Labor law violations are rampant in the restaurant business and cash is one of the main reasons. Where there is cash, games are played; and small restaurants are still largely cash businesses. Workers across the country, however, are doing something about their rights.
Today, there are almost 8,000 farmers' markets throughout the United States. And according to the Department of Agriculture, local food sales now account for $5 billion annually. These markets represent an important new source of green jobs and businesses.
The need for fair and humane immigration reform is critical to achieving fair and sustainable food systems. With immigration reform moving very fast, what can people and organizations who care about food do?
In a new book entitled Beyond the Kitchen Door, Saru Jayaraman highlights the harmful impact of the restaurant industry on the health, economic security, and lives of those who cook, serve, and provide for us.
Hundreds of thousands of families in the Los Angeles area are entitled to SNAP benefits but are not accessing them. If your family might be one of them, this event will answer your questions and lead you to the services available.
Just outside of the small town of Maumelle, Arkansas sits your run-of-the-mill American strip mall. And as in so many other box store hubs, a Walmart dominates the landscape. But something is a shade different about this one; its big, looming letters are not the standard blue.
Because food is such a personal and sometimes sensitive subject and schools serve children from a myriad of backgrounds, we support the teachers who want to incorporate a good food curriculum into their classrooms and assist them in achieving that goal.
If we really wanted restaurants to pay their workers fairly, we would require them to pay their own workers and factor that expense into their prices -- much like every other business has ever had to do.
Many of us in the faith community are realizing that it is inappropriate to bow our heads to thank God for our food without also lifting our heads to hear from our neighbors whose labor brought that food to our table.
When I began to cook in the 1960s while getting my Ph.D., I was conscious of doing so in a way that would define me as different from my mother and my mother's life. She cooked Midwestern. I deliberately chose French. She baked apple pies. I composed Tarte Normande aux Pommes.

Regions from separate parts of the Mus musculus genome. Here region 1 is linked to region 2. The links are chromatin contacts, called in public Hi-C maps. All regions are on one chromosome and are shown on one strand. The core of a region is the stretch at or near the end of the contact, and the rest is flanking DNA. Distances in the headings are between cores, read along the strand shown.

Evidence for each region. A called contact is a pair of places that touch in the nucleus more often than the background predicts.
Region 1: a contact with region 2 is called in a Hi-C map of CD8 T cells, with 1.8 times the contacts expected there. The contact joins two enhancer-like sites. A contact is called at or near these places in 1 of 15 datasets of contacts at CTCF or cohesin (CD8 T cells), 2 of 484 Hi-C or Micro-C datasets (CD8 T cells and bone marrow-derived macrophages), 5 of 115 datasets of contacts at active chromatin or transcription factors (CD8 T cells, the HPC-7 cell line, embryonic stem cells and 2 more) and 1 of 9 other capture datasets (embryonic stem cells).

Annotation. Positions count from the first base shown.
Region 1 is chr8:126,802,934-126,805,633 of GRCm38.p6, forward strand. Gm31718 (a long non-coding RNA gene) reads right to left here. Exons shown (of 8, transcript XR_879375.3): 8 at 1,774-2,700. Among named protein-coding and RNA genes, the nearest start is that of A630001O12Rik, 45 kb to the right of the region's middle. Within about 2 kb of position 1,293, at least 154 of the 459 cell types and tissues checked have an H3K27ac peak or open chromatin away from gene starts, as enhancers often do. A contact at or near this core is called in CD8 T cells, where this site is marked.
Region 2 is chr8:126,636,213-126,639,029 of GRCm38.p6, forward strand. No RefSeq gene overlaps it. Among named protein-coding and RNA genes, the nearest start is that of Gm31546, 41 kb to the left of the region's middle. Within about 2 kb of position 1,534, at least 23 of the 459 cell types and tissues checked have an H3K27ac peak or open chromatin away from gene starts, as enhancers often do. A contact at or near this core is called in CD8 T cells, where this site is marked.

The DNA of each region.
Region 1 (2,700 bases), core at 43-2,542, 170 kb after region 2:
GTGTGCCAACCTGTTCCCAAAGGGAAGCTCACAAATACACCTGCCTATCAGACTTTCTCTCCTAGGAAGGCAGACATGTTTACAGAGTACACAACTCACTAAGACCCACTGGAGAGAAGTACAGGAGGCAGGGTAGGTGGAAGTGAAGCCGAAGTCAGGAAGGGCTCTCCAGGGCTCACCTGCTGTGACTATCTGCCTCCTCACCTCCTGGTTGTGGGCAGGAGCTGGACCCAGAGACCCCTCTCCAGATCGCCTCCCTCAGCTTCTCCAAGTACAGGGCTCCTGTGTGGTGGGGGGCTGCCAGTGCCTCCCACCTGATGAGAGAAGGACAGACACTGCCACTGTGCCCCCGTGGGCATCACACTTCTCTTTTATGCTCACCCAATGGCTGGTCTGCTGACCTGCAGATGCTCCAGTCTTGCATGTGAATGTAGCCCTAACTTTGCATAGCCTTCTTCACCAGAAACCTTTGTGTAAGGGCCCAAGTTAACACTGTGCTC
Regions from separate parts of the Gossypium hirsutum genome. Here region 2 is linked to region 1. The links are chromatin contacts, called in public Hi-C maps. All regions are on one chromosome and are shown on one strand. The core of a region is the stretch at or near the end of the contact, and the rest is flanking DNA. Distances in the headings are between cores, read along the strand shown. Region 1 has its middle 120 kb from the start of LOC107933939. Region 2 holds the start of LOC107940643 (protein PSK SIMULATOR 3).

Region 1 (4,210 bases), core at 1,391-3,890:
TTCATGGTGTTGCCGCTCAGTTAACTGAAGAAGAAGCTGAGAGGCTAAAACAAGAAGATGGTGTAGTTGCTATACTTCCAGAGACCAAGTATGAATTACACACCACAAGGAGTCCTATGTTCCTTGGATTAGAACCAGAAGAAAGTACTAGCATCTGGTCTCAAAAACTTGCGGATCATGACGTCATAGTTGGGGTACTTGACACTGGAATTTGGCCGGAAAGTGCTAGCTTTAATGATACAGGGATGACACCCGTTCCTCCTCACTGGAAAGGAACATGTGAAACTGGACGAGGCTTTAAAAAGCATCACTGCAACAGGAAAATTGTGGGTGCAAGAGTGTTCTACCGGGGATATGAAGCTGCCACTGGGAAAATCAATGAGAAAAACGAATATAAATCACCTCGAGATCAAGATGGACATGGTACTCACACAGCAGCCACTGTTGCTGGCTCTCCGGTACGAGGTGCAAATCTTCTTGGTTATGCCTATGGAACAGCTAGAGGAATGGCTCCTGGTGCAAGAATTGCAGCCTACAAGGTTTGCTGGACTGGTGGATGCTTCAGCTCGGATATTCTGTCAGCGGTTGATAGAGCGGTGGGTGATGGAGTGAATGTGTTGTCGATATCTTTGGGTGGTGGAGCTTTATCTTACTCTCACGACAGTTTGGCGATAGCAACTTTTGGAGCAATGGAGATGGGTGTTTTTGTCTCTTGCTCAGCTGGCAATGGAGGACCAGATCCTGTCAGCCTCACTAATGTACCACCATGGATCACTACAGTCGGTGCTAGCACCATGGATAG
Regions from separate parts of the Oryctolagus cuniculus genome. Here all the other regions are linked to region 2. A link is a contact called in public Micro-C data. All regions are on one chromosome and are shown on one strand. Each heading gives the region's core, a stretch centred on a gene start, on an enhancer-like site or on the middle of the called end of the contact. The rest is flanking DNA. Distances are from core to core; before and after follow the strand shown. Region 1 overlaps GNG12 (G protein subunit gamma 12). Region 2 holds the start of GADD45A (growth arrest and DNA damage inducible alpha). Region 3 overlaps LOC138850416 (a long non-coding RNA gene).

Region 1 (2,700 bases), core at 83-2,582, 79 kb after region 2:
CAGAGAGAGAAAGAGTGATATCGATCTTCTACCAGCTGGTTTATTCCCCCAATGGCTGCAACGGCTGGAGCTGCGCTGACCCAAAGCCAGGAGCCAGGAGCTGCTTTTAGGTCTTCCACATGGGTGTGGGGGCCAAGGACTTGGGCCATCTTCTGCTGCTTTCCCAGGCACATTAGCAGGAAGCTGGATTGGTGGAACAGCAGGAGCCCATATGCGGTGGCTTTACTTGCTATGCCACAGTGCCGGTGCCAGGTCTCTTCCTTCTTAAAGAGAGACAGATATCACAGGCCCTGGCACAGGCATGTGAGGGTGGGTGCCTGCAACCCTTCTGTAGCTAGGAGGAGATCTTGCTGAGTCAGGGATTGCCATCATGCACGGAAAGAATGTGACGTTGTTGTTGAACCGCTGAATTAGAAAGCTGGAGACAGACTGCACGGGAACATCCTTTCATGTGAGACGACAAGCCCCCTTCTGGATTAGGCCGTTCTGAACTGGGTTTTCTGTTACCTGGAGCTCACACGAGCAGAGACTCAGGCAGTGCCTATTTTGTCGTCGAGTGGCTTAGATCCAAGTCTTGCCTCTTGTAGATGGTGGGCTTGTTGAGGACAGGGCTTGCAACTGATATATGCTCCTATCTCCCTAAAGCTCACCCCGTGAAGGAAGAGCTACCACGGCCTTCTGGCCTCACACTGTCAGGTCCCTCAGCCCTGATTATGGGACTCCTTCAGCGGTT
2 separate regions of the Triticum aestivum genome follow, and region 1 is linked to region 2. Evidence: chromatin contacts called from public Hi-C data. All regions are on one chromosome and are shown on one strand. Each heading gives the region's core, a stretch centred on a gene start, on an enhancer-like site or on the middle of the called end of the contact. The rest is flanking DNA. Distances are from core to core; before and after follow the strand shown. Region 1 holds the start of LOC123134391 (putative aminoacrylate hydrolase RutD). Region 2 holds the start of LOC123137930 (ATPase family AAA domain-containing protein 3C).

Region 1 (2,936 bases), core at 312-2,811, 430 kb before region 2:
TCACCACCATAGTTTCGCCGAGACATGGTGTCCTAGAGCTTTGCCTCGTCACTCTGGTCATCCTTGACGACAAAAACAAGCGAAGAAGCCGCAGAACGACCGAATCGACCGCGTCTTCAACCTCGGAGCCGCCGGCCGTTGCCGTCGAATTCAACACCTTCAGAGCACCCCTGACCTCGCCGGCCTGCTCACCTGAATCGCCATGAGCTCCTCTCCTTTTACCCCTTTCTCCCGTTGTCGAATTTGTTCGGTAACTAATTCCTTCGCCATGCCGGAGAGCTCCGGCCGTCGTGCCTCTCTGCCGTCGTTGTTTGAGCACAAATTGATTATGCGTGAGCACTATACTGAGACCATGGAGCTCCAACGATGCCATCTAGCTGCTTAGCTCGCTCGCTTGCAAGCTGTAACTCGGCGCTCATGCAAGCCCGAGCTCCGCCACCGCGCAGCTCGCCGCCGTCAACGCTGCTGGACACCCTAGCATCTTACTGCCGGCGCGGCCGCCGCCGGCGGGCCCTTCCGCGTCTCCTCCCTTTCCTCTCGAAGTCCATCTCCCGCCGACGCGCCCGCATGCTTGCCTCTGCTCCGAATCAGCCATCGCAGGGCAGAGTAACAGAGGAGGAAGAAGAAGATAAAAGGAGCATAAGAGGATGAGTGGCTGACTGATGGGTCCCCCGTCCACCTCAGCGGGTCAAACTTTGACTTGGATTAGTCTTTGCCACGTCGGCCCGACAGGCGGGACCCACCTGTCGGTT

They empower shoppers to express their dissatisfaction with food production as it is now. By "voting with their dollars," customers can put pressure on Corporate America, by taking business away from it.
The first group of protestors at Occupy Wall Street publically delivered 23 complaints, outlining the ways in which corporations control our daily lives. Number four asserted, "They have poisoned the food supply through negligence and undermined the farming system through monopolization."
I appreciated the dirtiness of our Ash Wednesday retreat, and by dirtiness I mean the reminder that the soil, the ground, and the earth that is the very foundation of our bodily existence is something that we must not lose touch with.
Mr. Hurt's nuanced documentary, Soul Food Junkies, woven into his personal narrative, reveals not only the impact of black cuisine on African Americans, but also its impact on Southern cooking and on the way many of us relate to food.
We are all parts of the globalized organism that is our food economy. We are pieces of a greater whole. In the service economy we play different roles, some of us are hands and some are mouths, but we are all interconnected in a living househol, that feeds and sustains every living thing.
We're now in an era where fan activists will not be quietly silenced by cease and desist letters. And organizations like the Harry Potter Alliance will not simply walk away when the freedom of children and their families are at stake.
Vegetables. Who could have imagined an economy in which gentle vegetables were subversive? But this is our world. A world where a vegetable, whose growth is imperceptible to the naked eye, can spider a crack into the concrete of our industrial food system.